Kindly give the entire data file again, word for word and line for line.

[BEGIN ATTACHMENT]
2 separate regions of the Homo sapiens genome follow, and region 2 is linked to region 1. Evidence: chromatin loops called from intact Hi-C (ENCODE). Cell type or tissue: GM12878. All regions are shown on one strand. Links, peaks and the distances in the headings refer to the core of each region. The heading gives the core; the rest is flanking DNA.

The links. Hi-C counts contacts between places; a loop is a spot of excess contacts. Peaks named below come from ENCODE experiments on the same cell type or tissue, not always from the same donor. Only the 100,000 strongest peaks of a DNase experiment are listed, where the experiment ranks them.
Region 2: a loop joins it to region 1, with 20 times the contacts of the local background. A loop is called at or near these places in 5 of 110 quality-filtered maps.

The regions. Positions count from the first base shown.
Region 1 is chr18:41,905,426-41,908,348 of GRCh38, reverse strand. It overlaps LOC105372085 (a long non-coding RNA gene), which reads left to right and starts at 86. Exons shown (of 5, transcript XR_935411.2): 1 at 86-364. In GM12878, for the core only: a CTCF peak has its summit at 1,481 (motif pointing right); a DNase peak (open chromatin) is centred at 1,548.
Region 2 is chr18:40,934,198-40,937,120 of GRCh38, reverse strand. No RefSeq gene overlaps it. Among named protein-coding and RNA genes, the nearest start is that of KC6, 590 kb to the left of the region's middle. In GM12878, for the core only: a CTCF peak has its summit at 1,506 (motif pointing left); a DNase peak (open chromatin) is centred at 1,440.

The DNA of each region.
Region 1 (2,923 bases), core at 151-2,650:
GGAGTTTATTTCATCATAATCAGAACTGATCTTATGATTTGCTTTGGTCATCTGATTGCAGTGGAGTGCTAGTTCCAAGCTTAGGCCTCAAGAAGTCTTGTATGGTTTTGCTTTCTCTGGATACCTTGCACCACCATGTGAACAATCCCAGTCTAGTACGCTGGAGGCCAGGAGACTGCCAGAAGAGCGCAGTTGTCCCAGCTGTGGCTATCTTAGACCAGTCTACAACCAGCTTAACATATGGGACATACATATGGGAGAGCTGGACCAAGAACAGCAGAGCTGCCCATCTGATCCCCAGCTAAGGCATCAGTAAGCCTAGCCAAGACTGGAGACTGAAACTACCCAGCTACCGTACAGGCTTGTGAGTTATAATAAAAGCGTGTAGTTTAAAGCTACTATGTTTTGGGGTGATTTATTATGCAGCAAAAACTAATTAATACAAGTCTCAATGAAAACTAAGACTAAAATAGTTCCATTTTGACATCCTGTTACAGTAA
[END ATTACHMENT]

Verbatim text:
2 separate regions of the Homo sapiens genome follow, and region 2 is linked to region 1. Evidence: chromatin loops called from intact Hi-C (ENCODE). Cell type or tissue: GM12878. All regions are shown on one strand. Links, peaks and the distances in the headings refer to the core of each region. The heading gives the core; the rest is flanking DNA.

The links. Hi-C counts contacts between places; a loop is a spot of excess contacts. Peaks named below come from ENCODE experiments on the same cell type or tissue, not always from the same donor. Only the 100,000 strongest peaks of a DNase experiment are listed, where the experiment ranks them.
Region 2: a loop joins it to region 1, with 20 times the contacts of the local background. A loop is called at or near these places in 5 of 110 quality-filtered maps.

The regions. Positions count from the first base shown.
Region 1 is chr18:41,905,426-41,908,348 of GRCh38, reverse strand. It overlaps LOC105372085 (a long non-coding RNA gene), which reads left to right and starts at 86. Exons shown (of 5, transcript XR_935411.2): 1 at 86-364. In GM12878, for the core only: a CTCF peak has its summit at 1,481 (motif pointing right); a DNase peak (open chromatin) is centred at 1,548.
Region 2 is chr18:40,934,198-40,937,120 of GRCh38, reverse strand. No RefSeq gene overlaps it. Among named protein-coding and RNA genes, the nearest start is that of KC6, 590 kb to the left of the region's middle. In GM12878, for the core only: a CTCF peak has its summit at 1,506 (motif pointing left); a DNase peak (open chromatin) is centred at 1,440.

The DNA of each region.
Region 1 (2,923 bases), core at 151-2,650:
GGAGTTTATTTCATCATAATCAGAACTGATCTTATGATTTGCTTTGGTCATCTGATTGCAGTGGAGTGCTAGTTCCAAGCTTAGGCCTCAAGAAGTCTTGTATGGTTTTGCTTTCTCTGGATACCTTGCACCACCATGTGAACAATCCCAGTCTAGTACGCTGGAGGCCAGGAGACTGCCAGAAGAGCGCAGTTGTCCCAGCTGTGGCTATCTTAGACCAGTCTACAACCAGCTTAACATATGGGACATACATATGGGAGAGCTGGACCAAGAACAGCAGAGCTGCCCATCTGATCCCCAGCTAAGGCATCAGTAAGCCTAGCCAAGACTGGAGACTGAAACTACCCAGCTACCGTACAGGCTTGTGAGTTATAATAAAAGCGTGTAGTTTAAAGCTACTATGTTTTGGGGTGATTTATTATGCAGCAAAAACTAATTAATACAAGTCTCAATGAAAACTAAGACTAAAATAGTTCCATTTTGACATCCTGTTACAGTAA